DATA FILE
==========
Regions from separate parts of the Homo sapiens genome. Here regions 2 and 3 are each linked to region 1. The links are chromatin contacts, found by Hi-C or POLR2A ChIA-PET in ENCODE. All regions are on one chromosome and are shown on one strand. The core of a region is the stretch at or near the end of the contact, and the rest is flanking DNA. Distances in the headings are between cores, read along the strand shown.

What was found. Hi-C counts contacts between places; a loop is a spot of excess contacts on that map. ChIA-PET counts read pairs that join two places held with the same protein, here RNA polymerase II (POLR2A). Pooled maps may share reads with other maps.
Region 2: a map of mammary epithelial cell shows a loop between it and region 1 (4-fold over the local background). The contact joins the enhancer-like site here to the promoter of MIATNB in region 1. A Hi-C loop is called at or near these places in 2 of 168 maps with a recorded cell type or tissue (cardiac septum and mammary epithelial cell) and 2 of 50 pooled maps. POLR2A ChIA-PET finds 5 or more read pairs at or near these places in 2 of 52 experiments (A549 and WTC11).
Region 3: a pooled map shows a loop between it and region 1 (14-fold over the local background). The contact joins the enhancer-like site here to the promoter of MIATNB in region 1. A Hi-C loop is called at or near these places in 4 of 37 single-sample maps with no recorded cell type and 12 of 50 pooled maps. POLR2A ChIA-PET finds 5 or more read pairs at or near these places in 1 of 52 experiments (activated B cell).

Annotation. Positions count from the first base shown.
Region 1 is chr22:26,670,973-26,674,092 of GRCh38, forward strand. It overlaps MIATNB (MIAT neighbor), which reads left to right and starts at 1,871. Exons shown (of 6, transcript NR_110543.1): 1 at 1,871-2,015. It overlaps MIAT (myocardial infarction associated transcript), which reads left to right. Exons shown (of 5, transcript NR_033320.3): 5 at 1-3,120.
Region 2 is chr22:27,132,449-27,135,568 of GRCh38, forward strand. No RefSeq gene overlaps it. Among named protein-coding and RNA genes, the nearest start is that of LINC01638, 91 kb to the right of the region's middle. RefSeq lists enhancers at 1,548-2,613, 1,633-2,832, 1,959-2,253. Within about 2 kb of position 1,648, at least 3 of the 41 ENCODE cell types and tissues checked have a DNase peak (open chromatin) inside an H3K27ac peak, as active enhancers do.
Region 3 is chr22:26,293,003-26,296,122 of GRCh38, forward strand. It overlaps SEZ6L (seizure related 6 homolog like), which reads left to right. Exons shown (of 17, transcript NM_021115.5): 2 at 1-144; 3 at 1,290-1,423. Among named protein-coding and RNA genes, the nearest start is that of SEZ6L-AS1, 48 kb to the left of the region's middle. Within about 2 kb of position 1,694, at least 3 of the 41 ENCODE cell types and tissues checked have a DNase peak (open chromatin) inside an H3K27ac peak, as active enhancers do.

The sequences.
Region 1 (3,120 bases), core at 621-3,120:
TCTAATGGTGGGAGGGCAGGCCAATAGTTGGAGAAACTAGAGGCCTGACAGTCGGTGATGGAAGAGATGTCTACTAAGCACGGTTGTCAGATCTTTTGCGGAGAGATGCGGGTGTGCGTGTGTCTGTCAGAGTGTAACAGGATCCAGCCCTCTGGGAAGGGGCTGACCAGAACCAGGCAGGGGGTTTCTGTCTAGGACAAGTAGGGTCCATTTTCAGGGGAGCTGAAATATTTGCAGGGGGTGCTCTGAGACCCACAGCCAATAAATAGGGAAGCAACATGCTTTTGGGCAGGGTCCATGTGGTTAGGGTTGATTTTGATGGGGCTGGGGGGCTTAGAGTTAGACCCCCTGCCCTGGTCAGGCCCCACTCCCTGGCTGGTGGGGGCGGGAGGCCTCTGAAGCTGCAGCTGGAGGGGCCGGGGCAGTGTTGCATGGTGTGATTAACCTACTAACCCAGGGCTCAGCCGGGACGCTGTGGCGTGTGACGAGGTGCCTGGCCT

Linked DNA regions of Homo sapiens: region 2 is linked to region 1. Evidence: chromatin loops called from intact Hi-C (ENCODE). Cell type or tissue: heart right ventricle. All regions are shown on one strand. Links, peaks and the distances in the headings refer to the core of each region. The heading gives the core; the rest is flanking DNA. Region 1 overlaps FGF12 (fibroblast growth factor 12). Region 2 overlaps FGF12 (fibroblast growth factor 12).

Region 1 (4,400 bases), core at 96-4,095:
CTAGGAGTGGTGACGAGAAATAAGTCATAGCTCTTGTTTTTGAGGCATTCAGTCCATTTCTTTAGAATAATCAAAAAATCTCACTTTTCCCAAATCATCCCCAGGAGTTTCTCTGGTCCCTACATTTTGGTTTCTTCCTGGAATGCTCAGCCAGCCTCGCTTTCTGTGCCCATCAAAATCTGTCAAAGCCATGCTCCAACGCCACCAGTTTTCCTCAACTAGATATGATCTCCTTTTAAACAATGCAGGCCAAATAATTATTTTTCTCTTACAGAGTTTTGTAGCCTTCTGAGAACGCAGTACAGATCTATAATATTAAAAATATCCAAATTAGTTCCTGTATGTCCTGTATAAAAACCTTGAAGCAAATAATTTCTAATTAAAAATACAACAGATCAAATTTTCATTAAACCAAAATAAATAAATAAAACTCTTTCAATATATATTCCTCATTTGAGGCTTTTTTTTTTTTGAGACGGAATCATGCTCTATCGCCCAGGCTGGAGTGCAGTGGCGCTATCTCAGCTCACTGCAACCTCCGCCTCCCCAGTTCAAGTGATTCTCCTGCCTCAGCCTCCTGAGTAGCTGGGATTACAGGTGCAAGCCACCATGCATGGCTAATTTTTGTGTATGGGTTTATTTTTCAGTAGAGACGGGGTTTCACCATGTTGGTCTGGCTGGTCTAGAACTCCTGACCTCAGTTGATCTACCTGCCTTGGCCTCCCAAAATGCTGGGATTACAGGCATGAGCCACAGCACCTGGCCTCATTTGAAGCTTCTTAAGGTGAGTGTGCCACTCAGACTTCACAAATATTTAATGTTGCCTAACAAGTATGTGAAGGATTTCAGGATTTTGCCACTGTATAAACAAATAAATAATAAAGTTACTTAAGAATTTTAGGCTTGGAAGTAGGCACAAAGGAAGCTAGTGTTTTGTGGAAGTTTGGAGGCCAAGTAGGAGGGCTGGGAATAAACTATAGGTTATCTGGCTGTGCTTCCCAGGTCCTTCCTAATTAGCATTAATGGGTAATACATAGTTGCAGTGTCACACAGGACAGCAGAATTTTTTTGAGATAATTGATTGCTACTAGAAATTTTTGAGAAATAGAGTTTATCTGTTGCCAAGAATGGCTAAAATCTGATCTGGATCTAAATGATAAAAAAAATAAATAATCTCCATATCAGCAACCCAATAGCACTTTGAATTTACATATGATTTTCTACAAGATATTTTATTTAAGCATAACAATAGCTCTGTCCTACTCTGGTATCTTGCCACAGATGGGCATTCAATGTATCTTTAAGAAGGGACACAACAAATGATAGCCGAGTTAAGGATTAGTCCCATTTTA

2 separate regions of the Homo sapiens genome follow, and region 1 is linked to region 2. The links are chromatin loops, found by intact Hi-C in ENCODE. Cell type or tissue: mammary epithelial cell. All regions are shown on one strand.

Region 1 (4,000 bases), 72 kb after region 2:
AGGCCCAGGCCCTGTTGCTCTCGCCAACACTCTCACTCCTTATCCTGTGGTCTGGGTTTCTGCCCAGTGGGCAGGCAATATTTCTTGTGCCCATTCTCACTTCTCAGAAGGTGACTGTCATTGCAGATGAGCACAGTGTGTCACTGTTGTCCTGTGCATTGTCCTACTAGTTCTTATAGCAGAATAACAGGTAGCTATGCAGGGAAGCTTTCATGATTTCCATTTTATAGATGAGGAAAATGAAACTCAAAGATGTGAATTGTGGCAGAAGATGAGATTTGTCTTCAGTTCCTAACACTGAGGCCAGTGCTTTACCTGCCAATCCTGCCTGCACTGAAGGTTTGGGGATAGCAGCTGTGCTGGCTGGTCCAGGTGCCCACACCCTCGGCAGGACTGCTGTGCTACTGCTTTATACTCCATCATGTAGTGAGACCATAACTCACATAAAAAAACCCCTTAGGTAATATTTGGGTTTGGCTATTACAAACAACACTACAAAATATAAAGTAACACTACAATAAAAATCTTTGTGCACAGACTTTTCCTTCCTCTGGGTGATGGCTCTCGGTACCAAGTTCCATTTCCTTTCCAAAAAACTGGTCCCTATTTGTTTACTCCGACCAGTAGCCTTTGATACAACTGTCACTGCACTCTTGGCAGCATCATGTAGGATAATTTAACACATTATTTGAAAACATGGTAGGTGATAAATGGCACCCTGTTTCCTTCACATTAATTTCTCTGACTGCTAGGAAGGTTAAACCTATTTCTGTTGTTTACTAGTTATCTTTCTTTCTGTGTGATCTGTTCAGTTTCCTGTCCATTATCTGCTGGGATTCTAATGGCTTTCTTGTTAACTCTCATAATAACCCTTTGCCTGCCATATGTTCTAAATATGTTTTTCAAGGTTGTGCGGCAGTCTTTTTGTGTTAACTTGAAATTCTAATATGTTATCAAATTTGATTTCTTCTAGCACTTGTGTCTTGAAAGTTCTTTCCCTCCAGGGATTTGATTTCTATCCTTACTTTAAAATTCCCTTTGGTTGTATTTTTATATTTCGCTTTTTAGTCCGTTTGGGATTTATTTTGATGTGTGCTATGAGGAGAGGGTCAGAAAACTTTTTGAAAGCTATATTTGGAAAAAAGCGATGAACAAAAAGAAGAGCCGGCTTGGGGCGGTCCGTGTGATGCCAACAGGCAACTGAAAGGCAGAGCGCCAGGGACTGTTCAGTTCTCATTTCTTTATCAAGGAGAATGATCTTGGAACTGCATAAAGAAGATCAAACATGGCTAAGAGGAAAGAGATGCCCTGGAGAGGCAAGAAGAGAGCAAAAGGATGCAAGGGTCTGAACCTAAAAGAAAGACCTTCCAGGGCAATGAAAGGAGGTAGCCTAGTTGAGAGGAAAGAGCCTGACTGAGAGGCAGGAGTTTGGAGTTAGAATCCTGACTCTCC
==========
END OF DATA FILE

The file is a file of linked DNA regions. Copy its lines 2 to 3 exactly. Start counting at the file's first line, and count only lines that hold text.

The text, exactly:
What was found. Hi-C counts contacts between places; a loop is a spot of excess contacts on that map. ChIA-PET counts read pairs that join two places held with the same protein, here RNA polymerase II (POLR2A). Pooled maps may share reads with other maps.
Region 2: a map of mammary epithelial cell shows a loop between it and region 1 (4-fold over the local background). The contact joins the enhancer-like site here to the promoter of MIATNB in region 1. A Hi-C loop is called at or near these places in 2 of 168 maps with a recorded cell type or tissue (cardiac septum and mammary epithelial cell) and 2 of 50 pooled maps. POLR2A ChIA-PET finds 5 or more read pairs at or near these places in 2 of 52 experiments (A549 and WTC11).